Improving the candidate experience

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Describes the impacts and the ways to improve the candidate experience

Describes the impacts and the ways to improve the candidate experience

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  • 1. Improving the candidate experience in recruiting © Dr. John Sullivan www.drjohnsullivan.com
  • 2. Topics I will cover today1. Defining the “candidate experience” (CE)2. Negative impacts if you get it wrong3. Action steps to improve your candidate experience 2
  • 3. A quick definition of…“the candidate experience”? 3
  • 4. A quick definitionA quick definition of “the candidate experience”1. A candidate’s experience begins with their researching the company and its jobs2. It then continues through every “touch point” or interaction during the recruiting process3. It ends after the decision is made with their lasting memory of the total experience4. The output of the candidate experience is…how applicants now act… as a result of their perception of how well they were treated 4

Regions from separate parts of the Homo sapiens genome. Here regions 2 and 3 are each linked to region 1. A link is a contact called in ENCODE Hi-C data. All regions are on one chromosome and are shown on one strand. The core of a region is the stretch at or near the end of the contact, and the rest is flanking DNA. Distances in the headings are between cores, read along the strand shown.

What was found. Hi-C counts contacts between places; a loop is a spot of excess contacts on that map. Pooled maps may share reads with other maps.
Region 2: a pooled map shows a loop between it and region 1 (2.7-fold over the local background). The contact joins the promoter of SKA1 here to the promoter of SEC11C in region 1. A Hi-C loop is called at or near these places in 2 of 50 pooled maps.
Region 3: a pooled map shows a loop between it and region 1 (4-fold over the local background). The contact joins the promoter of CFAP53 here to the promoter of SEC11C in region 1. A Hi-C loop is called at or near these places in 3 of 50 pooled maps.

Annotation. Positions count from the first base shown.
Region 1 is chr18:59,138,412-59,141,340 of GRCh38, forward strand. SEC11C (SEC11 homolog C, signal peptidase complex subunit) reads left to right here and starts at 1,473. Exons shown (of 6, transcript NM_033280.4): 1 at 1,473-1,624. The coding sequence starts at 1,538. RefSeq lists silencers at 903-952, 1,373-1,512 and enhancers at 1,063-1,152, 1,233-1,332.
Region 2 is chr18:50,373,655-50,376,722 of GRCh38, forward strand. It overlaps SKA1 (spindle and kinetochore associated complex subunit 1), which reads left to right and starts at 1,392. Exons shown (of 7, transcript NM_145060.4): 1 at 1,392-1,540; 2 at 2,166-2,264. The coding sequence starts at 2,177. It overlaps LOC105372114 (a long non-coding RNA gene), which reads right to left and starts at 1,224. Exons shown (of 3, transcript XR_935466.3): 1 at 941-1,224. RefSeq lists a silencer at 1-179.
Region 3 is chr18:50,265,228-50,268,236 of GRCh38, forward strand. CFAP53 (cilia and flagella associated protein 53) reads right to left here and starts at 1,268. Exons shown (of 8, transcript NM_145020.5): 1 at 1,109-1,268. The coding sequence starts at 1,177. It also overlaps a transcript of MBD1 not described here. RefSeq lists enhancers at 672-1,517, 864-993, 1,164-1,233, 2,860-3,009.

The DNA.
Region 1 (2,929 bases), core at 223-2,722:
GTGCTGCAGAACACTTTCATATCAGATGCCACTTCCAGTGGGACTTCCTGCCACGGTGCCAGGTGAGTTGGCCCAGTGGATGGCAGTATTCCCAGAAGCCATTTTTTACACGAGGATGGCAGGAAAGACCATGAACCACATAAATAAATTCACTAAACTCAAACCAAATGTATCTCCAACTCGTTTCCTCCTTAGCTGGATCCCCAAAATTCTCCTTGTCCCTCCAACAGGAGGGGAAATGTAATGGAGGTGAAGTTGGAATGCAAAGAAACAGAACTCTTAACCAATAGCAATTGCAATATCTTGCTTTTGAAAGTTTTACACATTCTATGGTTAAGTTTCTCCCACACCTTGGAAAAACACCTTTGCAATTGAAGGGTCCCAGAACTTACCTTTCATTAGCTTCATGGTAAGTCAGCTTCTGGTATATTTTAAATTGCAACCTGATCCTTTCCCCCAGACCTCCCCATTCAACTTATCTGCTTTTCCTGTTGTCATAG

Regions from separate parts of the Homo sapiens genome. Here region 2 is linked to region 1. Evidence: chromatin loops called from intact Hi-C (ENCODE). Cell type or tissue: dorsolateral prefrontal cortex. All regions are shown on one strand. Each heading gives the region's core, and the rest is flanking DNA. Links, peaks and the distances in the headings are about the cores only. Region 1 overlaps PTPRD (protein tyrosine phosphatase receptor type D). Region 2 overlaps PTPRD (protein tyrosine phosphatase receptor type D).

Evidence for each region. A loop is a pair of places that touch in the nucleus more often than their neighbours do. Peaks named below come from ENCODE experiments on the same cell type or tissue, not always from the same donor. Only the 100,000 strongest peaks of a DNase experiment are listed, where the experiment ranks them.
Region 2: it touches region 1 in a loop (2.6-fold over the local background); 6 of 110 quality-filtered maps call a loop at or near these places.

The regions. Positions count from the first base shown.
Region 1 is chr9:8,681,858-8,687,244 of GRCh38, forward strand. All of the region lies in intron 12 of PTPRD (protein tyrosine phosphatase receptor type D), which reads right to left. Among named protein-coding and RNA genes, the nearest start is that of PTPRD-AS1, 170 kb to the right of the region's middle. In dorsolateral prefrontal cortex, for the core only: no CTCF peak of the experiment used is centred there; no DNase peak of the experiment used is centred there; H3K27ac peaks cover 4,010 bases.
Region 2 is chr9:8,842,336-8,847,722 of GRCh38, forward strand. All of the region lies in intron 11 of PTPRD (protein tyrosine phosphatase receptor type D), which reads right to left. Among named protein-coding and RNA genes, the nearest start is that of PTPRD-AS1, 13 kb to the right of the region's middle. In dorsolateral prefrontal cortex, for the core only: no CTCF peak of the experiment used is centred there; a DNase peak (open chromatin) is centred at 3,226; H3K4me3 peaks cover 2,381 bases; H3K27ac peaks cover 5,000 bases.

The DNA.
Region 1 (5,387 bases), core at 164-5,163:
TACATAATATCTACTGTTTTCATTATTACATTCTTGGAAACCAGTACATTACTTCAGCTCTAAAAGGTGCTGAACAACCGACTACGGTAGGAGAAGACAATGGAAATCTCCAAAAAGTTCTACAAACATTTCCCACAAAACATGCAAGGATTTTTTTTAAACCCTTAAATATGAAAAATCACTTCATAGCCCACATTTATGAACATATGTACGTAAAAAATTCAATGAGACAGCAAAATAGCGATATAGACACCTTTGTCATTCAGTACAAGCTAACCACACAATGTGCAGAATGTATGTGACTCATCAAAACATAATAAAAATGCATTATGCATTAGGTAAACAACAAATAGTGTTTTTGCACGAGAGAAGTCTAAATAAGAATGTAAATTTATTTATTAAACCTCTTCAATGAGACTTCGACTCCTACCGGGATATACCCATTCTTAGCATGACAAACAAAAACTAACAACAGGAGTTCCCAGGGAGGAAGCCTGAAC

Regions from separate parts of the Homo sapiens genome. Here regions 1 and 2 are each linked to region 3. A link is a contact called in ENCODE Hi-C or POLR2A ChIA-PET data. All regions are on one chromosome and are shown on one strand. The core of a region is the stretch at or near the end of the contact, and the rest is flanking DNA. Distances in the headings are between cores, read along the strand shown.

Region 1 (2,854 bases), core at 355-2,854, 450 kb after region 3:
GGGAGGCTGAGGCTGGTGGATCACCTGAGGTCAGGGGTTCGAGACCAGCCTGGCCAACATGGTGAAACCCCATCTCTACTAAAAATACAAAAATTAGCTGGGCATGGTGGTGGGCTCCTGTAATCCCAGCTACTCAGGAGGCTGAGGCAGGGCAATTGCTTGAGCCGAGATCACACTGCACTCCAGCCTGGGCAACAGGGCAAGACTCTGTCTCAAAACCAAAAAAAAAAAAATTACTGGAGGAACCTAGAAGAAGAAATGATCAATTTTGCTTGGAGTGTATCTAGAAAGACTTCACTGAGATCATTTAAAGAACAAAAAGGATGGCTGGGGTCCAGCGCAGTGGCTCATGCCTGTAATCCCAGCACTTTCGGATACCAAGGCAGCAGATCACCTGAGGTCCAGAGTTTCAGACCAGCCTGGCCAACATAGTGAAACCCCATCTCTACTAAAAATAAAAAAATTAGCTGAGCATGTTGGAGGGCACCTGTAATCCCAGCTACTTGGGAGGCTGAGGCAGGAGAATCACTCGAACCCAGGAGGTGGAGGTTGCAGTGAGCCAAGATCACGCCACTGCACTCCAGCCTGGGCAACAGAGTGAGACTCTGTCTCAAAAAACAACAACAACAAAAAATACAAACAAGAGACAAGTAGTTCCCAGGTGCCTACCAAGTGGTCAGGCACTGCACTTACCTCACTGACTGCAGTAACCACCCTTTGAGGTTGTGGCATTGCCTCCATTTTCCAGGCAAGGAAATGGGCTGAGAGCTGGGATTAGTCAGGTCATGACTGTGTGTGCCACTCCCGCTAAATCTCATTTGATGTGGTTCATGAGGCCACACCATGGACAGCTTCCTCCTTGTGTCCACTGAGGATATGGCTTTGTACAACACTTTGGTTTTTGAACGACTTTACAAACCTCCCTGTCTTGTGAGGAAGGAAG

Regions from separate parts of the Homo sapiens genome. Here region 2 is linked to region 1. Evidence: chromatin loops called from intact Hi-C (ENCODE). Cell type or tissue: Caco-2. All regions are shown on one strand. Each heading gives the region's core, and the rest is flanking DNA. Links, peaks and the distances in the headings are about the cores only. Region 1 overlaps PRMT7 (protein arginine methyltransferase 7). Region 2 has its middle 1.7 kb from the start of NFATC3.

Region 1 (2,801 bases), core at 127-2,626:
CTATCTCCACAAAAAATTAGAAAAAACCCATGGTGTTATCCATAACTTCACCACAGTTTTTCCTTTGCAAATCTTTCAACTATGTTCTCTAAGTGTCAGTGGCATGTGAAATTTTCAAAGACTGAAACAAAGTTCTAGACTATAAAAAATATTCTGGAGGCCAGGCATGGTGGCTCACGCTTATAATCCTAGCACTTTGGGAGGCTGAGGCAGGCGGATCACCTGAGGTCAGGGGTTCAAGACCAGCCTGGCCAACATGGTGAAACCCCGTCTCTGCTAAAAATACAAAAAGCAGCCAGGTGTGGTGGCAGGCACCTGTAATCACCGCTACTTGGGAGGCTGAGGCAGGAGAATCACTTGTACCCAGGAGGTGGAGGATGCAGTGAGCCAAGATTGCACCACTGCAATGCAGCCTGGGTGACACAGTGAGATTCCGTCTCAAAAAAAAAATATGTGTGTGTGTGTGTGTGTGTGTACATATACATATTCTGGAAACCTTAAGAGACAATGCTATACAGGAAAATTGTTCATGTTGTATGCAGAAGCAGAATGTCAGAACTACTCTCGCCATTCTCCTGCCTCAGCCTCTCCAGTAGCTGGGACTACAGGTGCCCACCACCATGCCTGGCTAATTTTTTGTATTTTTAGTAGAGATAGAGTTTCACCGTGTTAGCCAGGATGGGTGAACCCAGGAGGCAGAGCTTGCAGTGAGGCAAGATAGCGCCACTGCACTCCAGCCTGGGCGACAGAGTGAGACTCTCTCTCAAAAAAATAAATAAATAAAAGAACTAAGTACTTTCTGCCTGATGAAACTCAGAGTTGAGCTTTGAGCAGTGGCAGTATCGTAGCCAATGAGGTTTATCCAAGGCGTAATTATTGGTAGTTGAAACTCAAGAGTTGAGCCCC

• 5. The benchmark firms to studyBenchmark firms1. Zappos2. DaVita3. Microsoft4. Facebook What makes their candidate experience good? 5
  • 6. 10 characteristics of a great candidate experience1. Rapid response2. Flexible to your needs, not rigid3. They don’t waste your time (a real opening)4. They are honest5. They listen6. No unpleasant surprises7. They solicit feedback and change as a result of it8. They keep you updated9. They explain why10.A WOW you will remember 6
  • 7. Why should recruiters and their managers care about “the candidate experience”? 7
  • 8. If you were applying for a mortgage loan, how would you react if…The bank… lost your applicationIf you called and… no one called backIf you showed up for the loan interview and themanager… had not even read your applicationDuring the interview the manager was distractedIf at the end it the interview you asked how you did?And the only answer was… will see and don’t callus we’ll call youIf you were rejected and… they wouldn’t tell youwhat you had to do to improve 8